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Santeria: An African Religion Deeply Rooted in Latino Culture

Updated: May 9, 2019


Orisha Alter of a Puerto Rican Santero

When I was a little girl I would hear stories of family and neighbors having special gifts. Some could read auras, others could help cure ailments by concocting the right tea, the woman across the street she could see the future in her tarots and others could see and commune with spirits; all with the help of their Orisha.


My mother told me that skills are not obtain through practice alone, these are gifts bestowed upon a person by their Orisha. You don't get to pick your talent or your Orisha, they pick you through a sacred cleansing ritual performed by the Babalawo (priest).


This was my cultural introduction to the practice of Santeria and how I came to find out that I was picked by the Orisha, Ochun.



What is Santeria?


Santeria is an Afro-Caribbean religion with a mixture of ancient Yoruba religion with traces of Roman Catholicism. The Yoruba religion centers around paying homage to the powerful spirits that helps us communicate with Oludumare (God).


These powerful spirits are called Orishas and each Orisha pertains control over certain elements on Earth, in a person's life and in the spirit world. These Gods can intervene in a human's life to bring good fortune upon the righteous or bad fortune for the not-so-righteous.


Much like in Greek Mythology these Gods can also reap their own rewards or consequences, depending on the intentions of their acts.


Unmasking The Catholicism Behind Santeria


In order for the African slaves to practice their religion freely they began to mask the Orishas with the Saints from the religion that was forced upon them, Roman Catholicism. Each Catholic Saint closely represents an Orisha and each Orisha carries a significant color, number, power, and Earthly element.


For example, the Goddess Oshun is associated with the color yellow or amber. She beholds the river waters and is known as the Goddess of love, sexuality and fertility. She is also known as a Goddess for those who have been cast away from society, much like herself. This is why she is associated with the Catholic Saint, Our Lady of Charity, who is represented as a patroness for the outcast.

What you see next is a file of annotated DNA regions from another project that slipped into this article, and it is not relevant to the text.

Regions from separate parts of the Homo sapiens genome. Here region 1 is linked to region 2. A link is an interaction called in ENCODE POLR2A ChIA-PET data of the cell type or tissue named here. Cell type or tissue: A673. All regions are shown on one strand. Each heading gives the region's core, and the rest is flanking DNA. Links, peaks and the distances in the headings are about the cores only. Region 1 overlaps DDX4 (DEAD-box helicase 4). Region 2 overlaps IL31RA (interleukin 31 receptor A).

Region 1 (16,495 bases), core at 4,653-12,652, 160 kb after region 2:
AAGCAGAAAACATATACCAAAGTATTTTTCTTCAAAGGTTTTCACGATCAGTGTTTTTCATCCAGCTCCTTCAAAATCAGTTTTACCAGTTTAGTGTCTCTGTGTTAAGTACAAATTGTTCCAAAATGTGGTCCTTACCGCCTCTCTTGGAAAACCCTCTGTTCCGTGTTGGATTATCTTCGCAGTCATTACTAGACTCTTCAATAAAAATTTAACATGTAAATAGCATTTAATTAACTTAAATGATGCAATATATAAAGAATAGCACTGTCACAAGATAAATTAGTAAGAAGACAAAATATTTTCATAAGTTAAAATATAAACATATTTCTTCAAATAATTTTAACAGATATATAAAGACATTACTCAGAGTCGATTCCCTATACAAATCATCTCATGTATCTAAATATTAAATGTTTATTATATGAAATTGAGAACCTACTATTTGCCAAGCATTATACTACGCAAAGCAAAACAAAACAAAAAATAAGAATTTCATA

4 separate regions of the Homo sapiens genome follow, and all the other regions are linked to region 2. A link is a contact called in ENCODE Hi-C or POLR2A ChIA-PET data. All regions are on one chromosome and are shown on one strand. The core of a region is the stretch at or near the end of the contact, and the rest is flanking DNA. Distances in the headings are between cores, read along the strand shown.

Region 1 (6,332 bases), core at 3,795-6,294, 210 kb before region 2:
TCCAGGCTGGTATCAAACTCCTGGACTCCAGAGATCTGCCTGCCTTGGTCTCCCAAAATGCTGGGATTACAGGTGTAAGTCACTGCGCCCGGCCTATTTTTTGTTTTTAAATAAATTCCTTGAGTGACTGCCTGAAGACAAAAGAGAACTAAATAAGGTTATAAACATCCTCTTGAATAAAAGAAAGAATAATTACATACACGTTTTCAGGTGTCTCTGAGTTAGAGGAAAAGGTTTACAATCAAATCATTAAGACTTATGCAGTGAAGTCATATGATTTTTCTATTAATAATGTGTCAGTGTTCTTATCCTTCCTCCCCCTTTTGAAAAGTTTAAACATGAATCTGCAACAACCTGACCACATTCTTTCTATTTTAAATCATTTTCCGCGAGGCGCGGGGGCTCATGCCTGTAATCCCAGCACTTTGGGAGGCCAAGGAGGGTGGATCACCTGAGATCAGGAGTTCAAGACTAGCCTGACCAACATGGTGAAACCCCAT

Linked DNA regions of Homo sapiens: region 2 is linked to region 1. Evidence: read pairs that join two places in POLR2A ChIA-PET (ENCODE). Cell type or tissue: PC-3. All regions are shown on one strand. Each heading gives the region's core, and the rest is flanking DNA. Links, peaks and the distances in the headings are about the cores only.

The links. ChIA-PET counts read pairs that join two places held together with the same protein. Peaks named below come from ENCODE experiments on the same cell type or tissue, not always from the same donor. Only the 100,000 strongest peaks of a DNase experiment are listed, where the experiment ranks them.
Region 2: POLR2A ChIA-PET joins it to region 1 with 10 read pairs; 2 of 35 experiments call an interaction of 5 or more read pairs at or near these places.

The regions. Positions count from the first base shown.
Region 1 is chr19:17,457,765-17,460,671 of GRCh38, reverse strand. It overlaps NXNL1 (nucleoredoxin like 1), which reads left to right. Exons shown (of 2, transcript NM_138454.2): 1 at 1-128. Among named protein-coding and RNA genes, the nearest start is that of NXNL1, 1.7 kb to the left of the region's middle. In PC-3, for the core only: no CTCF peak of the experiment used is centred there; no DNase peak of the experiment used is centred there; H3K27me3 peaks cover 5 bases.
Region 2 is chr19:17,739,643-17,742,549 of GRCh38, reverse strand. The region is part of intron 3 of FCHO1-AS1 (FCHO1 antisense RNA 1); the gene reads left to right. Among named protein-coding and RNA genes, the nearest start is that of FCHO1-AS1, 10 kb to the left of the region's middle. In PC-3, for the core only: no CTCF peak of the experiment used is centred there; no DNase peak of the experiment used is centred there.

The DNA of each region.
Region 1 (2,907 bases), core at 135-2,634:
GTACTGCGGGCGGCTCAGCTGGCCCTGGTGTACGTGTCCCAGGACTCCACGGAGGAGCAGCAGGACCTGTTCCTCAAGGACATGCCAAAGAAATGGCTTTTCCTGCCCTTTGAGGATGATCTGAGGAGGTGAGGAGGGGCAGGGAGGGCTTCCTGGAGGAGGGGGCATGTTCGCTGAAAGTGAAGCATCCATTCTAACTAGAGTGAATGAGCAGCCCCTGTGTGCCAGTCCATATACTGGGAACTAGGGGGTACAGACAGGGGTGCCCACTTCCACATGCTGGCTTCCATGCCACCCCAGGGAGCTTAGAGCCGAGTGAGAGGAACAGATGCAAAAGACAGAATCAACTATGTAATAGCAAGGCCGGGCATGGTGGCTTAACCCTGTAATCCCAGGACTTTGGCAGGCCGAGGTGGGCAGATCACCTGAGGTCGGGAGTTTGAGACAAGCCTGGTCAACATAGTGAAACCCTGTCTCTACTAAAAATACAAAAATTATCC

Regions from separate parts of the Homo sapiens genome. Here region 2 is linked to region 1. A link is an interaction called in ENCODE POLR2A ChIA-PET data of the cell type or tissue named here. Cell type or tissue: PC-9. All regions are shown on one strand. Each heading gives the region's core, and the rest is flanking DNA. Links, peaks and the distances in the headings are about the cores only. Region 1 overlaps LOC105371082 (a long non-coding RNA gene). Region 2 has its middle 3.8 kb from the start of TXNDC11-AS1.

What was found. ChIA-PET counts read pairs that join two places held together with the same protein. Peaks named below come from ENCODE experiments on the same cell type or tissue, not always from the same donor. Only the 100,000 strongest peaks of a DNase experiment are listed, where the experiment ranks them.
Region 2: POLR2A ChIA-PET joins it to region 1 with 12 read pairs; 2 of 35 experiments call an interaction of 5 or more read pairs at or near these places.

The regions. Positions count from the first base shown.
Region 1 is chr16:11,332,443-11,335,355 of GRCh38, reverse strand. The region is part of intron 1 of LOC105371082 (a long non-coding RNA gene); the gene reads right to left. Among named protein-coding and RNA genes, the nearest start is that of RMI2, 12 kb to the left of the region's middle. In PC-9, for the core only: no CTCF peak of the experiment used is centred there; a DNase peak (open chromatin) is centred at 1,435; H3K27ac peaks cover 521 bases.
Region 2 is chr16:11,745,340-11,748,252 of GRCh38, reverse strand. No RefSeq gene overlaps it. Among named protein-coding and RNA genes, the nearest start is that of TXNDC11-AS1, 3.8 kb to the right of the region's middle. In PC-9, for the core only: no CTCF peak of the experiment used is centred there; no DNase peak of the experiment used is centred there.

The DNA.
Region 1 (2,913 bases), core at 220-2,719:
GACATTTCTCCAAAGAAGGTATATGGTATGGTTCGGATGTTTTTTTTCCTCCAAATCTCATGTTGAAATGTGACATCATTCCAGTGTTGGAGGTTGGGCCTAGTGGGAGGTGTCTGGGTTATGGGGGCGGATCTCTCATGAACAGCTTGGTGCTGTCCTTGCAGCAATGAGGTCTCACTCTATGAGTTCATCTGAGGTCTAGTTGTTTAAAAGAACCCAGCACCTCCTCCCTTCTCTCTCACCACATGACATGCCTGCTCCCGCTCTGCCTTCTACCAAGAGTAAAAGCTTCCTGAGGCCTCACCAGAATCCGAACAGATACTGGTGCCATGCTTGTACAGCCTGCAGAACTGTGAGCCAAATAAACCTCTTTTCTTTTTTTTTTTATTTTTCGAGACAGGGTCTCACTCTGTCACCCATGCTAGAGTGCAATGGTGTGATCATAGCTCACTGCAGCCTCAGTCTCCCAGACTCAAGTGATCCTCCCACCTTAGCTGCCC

Both deities are adorned with robes of gold and shown to rule some waters of the Earth.








Every Orisha has a fable as to why they were created and how they grew in favor to the people who worship them, as well as stories that tell their interactions with one another. This is how the Orishas were given Catholic "aliases" by the Yoruba people so that they may not be persecuted by their Christian masters.


Still In Practice


Although the Yoruba religion was brought over to the Caribbean in the 1500s, it survived centuries of persecution by Christianity, Slave Owners, and Dictatorship (Cuba).


As it were in many countries any religion that differentiated from the idea of one diety was deemed as evil. Therefore, those who practiced the Yoruba religion, Santeria, or Brujeria was considered to be witches of black magic. Even as recent as today, the persecution still stands; the severity of the consequences are different depending on which country a practicing brujo/bruja lives.


The rites of Santeria has also become more of a tradition for those of the Afro-Latino culture and less about a standardized religion. Don't get me wrong, there are still some who are highly devoted to the religion itself.


However, the newer Afro-Latinx generation are reclaiming the Brujeria rituals as a calling card for an uprising. They are celebrating the faceted cultures in being an Afro-Latinx.


After all, our African ancestors have done everything that they could do to keep the traditions going.


What I grew to learn about my Afro-Caribbean religion is that it is a legacy of defiance in the face of oppression. It was one of many great traditions bestowed upon us by our African ancestors from generation to generation to remind us of our culture and our basic human rights.


Aṣẹ





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